Bishwa Ijtema

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Bishwa Ijtema

Weekend in December-February
Bishwa Ijtema (sometimes spelled Vishwa Ijtema) brings together Muslim believers to Tongi, a northern suburb of the capital of Bangladesh, Dhaka. The three-day event is organized by the Tablighi Jamaat, a missionary organization. English speakers refer to the festival as the World Muslim Congregation ( ijtema is Arabic for "public gathering"). After the Pilgrimage to Mecca ( hajj), it is considered one of the largest Muslim gatherings in the world.
Since 1966, Muslims from Bangladesh and other countries have congregated at Tongi's 190-acre venue along the banks of the Turag River, where they pray, discuss the Quran, and receive instruction from religious scholars. The number of people attending has increased over the decades, expanding to an estimated three million in 2008. Devotees pour into crowded boats and climb rooftops to watch the proceedings. In order to meet the language needs of various believers, translations are provided in English, Arabic, Urdu, and Bangla.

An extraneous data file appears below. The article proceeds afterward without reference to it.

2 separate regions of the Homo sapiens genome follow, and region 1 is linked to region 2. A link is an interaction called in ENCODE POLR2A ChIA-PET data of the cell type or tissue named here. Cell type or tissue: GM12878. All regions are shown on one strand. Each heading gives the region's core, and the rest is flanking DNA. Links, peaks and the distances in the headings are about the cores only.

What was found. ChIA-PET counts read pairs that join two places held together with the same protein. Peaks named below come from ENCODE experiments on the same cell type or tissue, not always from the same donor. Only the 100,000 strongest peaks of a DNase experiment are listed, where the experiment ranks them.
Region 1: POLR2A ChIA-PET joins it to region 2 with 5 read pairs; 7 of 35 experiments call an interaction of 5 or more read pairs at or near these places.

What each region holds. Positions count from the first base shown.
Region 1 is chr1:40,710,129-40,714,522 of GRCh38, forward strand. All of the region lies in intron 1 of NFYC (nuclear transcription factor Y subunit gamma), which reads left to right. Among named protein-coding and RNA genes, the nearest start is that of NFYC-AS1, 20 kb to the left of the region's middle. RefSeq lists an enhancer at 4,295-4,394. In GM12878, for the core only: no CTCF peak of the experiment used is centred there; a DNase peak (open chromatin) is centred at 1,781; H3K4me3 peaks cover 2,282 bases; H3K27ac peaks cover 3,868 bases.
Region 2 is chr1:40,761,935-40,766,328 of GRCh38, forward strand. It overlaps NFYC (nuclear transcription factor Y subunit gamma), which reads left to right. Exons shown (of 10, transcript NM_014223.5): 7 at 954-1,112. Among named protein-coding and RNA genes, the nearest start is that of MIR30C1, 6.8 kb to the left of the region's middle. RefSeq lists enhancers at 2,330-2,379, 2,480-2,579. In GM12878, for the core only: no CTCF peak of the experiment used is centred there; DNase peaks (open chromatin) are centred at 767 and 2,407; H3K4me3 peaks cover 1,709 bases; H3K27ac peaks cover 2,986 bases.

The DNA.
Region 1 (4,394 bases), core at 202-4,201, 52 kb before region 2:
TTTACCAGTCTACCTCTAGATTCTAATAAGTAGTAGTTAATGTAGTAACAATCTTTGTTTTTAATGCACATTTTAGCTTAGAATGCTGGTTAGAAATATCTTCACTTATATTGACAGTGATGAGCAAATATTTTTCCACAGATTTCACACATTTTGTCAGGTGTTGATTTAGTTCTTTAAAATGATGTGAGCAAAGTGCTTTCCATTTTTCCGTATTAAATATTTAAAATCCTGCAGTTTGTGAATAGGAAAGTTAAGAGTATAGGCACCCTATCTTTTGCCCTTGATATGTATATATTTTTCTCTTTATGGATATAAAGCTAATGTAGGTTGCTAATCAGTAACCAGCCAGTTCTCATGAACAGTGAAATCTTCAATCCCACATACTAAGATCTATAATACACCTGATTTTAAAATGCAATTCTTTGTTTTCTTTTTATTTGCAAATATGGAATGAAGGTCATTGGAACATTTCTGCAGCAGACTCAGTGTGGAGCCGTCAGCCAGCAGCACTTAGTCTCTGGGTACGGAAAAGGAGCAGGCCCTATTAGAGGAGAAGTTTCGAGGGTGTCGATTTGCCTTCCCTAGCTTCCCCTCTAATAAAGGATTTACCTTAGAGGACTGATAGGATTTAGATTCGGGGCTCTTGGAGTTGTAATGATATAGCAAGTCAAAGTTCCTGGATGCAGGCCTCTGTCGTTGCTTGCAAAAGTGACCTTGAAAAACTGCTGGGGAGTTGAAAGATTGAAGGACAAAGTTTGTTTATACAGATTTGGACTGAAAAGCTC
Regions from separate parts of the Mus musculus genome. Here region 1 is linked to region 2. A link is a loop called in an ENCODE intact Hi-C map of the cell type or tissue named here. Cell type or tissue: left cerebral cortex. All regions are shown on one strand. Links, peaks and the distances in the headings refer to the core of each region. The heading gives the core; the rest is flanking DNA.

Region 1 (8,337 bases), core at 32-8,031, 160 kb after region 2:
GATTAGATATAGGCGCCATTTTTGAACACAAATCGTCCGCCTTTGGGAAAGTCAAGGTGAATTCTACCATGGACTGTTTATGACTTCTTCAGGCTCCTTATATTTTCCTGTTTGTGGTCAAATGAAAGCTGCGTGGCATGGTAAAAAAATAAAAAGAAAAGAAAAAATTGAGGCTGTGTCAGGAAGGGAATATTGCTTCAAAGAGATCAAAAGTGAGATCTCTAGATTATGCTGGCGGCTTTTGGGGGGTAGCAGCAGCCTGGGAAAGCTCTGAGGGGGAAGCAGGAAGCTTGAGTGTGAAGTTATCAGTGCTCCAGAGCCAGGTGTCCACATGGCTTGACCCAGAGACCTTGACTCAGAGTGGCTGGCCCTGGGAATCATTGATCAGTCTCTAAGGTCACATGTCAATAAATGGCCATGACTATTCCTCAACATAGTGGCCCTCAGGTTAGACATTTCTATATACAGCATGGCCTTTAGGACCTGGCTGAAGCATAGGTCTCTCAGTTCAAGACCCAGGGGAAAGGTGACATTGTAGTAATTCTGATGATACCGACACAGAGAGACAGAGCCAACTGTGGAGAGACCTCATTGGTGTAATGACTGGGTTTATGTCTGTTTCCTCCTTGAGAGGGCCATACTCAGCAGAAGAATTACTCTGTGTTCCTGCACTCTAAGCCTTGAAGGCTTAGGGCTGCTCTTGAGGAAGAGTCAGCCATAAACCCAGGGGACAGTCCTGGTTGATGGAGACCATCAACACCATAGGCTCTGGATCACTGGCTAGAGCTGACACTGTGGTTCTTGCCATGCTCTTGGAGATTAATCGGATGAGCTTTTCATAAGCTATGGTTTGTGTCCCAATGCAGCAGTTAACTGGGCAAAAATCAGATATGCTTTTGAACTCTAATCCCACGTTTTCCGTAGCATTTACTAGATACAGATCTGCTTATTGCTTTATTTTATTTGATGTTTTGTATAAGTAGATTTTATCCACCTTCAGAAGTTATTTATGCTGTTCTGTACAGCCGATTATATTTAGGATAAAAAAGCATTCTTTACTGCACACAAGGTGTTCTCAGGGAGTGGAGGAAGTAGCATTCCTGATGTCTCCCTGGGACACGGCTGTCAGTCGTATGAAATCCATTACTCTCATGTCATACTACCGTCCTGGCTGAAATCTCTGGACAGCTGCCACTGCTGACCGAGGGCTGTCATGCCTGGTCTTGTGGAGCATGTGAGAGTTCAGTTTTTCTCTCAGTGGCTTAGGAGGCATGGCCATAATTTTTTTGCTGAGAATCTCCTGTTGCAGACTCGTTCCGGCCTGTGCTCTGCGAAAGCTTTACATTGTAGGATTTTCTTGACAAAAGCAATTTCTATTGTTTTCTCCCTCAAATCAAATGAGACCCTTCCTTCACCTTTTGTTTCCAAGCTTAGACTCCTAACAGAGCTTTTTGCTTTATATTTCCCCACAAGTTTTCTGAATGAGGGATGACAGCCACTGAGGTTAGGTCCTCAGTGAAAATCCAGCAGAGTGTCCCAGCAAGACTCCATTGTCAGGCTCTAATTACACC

Unlike other Muslim gatherings that may have a political perspective, Bishwa Ijtema forbids political speeches and encourages prayers for harmony and world peace.
CONTACTS:
Bangladesh Parjatan Corporation, National Tourism Organization
233 Airport Rd.
Tejgaon
Dhaka 1215 Bangladesh
www.bangladeshtourism.gov.bd
References in periodicals archive ?
Reports and officials said the three-day Biswa Ijtema event drew the highest number of people including 5,000 foreigners from 50 countries on the last day of the congregation on Sunday as the event concluded with a closing prayer or "akheri munajat".
The Biswa Ijtema is the second largest annual gathering of Muslims in the world, after the Hajj pilgrimage to Mecca in Saudi Arabia.
AN overcrowded train full of Muslim devotees leaves the site of the Biswa Ijtema, or World Muslim Congregation at Tongi for Dhaka yesterday.
More than four million devotees from more than 60 countries have concluded Biswa Ijtema, the second largest congregation of Muslims after the Hajj to Mecca, in Dhaka by praying for peace and well-being.
Earlier reports suggested BNP was in a dilemma if it should relax the nationwide transport blockade to allow people to join the three-day Biswa Ijtema set to begin on January 9 at the outskirts of the capital.